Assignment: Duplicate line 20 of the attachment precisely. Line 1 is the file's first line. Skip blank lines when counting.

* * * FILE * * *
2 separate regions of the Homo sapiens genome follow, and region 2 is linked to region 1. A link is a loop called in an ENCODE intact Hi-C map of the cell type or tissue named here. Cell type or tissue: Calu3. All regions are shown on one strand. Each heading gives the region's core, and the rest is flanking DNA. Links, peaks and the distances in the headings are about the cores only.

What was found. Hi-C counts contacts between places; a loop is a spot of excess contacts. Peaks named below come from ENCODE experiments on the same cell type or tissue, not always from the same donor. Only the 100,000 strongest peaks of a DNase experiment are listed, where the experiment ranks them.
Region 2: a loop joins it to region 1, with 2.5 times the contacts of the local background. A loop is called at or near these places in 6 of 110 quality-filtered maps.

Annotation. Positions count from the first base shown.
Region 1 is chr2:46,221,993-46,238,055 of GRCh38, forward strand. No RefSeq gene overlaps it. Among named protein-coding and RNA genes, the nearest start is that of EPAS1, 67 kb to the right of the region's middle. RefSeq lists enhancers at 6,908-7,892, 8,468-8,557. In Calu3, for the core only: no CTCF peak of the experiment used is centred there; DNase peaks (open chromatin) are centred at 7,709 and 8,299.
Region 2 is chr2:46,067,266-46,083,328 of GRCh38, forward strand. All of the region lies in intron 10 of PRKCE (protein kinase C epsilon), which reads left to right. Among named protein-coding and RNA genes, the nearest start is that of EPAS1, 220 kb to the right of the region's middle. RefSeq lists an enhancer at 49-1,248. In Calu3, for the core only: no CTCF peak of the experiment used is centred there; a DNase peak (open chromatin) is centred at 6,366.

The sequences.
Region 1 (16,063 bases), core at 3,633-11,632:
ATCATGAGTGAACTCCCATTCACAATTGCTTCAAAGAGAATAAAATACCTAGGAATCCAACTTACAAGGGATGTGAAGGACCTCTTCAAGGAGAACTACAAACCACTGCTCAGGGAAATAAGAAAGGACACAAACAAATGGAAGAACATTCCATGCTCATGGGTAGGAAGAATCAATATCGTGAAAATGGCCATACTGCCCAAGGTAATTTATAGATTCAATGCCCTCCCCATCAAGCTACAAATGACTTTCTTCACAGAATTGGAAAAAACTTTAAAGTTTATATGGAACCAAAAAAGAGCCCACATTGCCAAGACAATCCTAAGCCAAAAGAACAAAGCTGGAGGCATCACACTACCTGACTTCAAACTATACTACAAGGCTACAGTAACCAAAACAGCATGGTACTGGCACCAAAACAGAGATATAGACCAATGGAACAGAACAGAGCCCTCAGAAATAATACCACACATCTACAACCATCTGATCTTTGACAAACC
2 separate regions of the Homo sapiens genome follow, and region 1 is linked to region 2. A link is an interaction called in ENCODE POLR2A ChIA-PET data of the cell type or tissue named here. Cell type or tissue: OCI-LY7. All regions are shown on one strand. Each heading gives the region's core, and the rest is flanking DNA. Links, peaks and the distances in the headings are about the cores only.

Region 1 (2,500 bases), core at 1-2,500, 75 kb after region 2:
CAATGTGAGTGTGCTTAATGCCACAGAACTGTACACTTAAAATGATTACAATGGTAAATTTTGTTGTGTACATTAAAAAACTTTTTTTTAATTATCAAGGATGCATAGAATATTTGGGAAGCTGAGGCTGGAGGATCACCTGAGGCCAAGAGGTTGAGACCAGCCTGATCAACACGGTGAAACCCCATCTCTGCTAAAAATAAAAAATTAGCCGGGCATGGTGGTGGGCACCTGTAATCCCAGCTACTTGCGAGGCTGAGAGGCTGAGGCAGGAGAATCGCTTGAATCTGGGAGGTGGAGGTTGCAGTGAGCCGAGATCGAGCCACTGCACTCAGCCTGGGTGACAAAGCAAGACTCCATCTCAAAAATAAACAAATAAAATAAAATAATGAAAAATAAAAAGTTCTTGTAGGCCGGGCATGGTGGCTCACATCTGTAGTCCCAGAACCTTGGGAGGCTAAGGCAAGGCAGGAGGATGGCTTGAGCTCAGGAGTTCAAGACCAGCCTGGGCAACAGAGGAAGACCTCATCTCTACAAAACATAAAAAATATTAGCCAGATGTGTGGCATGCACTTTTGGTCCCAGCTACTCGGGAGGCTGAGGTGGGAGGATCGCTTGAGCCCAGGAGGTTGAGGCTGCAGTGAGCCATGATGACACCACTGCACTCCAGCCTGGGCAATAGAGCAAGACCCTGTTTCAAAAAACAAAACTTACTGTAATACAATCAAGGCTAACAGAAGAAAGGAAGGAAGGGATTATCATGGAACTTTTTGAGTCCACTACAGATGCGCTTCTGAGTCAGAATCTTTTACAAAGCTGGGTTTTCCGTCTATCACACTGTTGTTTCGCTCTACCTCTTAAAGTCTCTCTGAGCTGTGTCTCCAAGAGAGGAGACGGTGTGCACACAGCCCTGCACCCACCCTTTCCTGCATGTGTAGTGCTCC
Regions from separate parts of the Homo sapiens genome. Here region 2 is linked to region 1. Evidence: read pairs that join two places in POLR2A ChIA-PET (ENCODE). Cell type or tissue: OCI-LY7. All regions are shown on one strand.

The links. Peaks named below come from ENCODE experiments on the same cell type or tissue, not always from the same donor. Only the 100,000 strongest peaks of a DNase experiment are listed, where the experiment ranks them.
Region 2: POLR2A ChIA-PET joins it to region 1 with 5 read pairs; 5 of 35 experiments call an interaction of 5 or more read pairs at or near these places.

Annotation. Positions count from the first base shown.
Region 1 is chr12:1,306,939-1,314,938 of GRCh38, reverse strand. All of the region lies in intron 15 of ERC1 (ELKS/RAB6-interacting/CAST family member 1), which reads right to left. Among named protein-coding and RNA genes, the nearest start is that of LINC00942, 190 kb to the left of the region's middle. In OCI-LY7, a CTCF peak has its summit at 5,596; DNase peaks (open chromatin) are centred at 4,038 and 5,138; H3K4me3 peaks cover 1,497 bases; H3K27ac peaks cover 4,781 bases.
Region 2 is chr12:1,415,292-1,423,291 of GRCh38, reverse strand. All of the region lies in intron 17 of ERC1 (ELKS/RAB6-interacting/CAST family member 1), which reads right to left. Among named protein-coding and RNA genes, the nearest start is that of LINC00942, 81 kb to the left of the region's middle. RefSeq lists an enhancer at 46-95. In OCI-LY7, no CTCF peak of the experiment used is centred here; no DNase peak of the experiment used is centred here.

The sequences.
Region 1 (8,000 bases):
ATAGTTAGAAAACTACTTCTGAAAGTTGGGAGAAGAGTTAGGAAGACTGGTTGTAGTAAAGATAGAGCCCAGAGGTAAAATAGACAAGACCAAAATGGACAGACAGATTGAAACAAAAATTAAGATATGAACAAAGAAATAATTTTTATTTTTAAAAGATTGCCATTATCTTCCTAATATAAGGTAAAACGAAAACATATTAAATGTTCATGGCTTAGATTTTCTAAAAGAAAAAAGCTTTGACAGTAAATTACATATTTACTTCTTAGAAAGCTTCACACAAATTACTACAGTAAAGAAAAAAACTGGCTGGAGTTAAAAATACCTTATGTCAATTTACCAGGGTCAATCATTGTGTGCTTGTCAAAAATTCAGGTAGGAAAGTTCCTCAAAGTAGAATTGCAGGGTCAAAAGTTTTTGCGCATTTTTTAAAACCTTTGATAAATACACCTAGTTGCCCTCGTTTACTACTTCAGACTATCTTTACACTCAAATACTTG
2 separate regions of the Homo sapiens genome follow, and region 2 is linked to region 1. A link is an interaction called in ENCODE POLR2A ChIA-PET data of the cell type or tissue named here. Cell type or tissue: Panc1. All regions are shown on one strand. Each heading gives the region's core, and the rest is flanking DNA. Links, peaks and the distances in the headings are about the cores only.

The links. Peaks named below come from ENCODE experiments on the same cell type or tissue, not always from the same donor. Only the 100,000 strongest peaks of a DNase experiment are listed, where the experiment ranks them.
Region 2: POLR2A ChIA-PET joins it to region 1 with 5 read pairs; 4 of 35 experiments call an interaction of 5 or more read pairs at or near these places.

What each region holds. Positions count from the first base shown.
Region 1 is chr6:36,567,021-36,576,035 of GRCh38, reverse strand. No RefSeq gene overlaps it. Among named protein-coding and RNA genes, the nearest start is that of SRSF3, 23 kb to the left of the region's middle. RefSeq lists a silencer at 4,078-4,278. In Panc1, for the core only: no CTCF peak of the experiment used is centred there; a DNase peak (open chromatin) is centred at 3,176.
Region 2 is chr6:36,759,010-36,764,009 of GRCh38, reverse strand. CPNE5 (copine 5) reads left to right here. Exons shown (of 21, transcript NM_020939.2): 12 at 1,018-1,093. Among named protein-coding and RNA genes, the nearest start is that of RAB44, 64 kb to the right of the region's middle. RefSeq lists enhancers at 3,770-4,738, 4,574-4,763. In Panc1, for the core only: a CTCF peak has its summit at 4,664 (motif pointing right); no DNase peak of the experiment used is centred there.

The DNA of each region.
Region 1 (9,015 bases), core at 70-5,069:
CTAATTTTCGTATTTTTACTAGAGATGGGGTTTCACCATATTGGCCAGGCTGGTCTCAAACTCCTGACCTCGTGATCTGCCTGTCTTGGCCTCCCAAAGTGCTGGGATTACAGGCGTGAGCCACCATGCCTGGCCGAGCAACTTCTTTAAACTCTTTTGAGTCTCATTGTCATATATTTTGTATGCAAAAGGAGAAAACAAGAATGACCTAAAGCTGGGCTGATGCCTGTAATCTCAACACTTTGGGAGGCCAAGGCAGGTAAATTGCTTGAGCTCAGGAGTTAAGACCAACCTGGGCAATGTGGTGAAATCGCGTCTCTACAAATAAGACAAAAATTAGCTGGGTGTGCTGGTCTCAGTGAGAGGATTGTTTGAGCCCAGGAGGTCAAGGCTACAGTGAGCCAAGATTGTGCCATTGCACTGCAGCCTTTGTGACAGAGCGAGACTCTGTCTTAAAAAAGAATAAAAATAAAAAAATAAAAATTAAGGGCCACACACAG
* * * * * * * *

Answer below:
Region 1 (8,000 bases):